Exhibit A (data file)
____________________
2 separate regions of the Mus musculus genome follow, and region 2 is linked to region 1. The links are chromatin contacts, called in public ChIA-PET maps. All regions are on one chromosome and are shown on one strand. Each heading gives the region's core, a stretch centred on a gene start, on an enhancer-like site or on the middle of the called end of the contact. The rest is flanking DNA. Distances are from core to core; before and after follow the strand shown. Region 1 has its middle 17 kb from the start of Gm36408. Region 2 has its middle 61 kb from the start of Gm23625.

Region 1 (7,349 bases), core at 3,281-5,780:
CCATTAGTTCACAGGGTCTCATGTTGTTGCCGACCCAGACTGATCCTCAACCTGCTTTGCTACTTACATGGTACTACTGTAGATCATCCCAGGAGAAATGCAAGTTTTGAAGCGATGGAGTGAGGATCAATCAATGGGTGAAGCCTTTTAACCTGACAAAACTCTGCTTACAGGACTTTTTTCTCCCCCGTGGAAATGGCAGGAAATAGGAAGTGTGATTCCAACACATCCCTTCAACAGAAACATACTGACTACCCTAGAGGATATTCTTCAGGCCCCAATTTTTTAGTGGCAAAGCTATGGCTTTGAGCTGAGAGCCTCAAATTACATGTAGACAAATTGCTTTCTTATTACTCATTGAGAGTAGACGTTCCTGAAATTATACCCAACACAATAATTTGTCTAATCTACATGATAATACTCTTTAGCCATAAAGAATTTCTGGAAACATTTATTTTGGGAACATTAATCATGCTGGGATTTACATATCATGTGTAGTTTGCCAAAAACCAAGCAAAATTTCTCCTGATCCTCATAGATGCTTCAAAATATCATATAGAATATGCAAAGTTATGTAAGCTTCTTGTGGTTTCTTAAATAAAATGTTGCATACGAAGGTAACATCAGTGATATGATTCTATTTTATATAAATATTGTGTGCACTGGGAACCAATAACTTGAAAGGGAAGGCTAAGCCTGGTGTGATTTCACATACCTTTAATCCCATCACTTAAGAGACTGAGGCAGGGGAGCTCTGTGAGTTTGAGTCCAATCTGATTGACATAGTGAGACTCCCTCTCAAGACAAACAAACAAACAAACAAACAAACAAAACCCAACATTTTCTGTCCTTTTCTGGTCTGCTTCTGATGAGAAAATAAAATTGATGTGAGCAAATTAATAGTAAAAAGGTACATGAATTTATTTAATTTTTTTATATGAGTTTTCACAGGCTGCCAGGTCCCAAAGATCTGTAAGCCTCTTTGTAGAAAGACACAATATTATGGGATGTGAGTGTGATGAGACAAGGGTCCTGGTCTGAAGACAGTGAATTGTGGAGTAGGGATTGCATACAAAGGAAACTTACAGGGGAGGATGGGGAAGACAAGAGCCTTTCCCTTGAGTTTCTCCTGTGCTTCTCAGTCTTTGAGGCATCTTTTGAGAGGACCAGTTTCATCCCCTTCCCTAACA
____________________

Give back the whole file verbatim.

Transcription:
2 separate regions of the Mus musculus genome follow, and region 2 is linked to region 1. The links are chromatin contacts, called in public ChIA-PET maps. All regions are on one chromosome and are shown on one strand. Each heading gives the region's core, a stretch centred on a gene start, on an enhancer-like site or on the middle of the called end of the contact. The rest is flanking DNA. Distances are from core to core; before and after follow the strand shown. Region 1 has its middle 17 kb from the start of Gm36408. Region 2 has its middle 61 kb from the start of Gm23625.

Region 1 (7,349 bases), core at 3,281-5,780:
CCATTAGTTCACAGGGTCTCATGTTGTTGCCGACCCAGACTGATCCTCAACCTGCTTTGCTACTTACATGGTACTACTGTAGATCATCCCAGGAGAAATGCAAGTTTTGAAGCGATGGAGTGAGGATCAATCAATGGGTGAAGCCTTTTAACCTGACAAAACTCTGCTTACAGGACTTTTTTCTCCCCCGTGGAAATGGCAGGAAATAGGAAGTGTGATTCCAACACATCCCTTCAACAGAAACATACTGACTACCCTAGAGGATATTCTTCAGGCCCCAATTTTTTAGTGGCAAAGCTATGGCTTTGAGCTGAGAGCCTCAAATTACATGTAGACAAATTGCTTTCTTATTACTCATTGAGAGTAGACGTTCCTGAAATTATACCCAACACAATAATTTGTCTAATCTACATGATAATACTCTTTAGCCATAAAGAATTTCTGGAAACATTTATTTTGGGAACATTAATCATGCTGGGATTTACATATCATGTGTAGTTTGCCAAAAACCAAGCAAAATTTCTCCTGATCCTCATAGATGCTTCAAAATATCATATAGAATATGCAAAGTTATGTAAGCTTCTTGTGGTTTCTTAAATAAAATGTTGCATACGAAGGTAACATCAGTGATATGATTCTATTTTATATAAATATTGTGTGCACTGGGAACCAATAACTTGAAAGGGAAGGCTAAGCCTGGTGTGATTTCACATACCTTTAATCCCATCACTTAAGAGACTGAGGCAGGGGAGCTCTGTGAGTTTGAGTCCAATCTGATTGACATAGTGAGACTCCCTCTCAAGACAAACAAACAAACAAACAAACAAACAAAACCCAACATTTTCTGTCCTTTTCTGGTCTGCTTCTGATGAGAAAATAAAATTGATGTGAGCAAATTAATAGTAAAAAGGTACATGAATTTATTTAATTTTTTTATATGAGTTTTCACAGGCTGCCAGGTCCCAAAGATCTGTAAGCCTCTTTGTAGAAAGACACAATATTATGGGATGTGAGTGTGATGAGACAAGGGTCCTGGTCTGAAGACAGTGAATTGTGGAGTAGGGATTGCATACAAAGGAAACTTACAGGGGAGGATGGGGAAGACAAGAGCCTTTCCCTTGAGTTTCTCCTGTGCTTCTCAGTCTTTGAGGCATCTTTTGAGAGGACCAGTTTCATCCCCTTCCCTAACA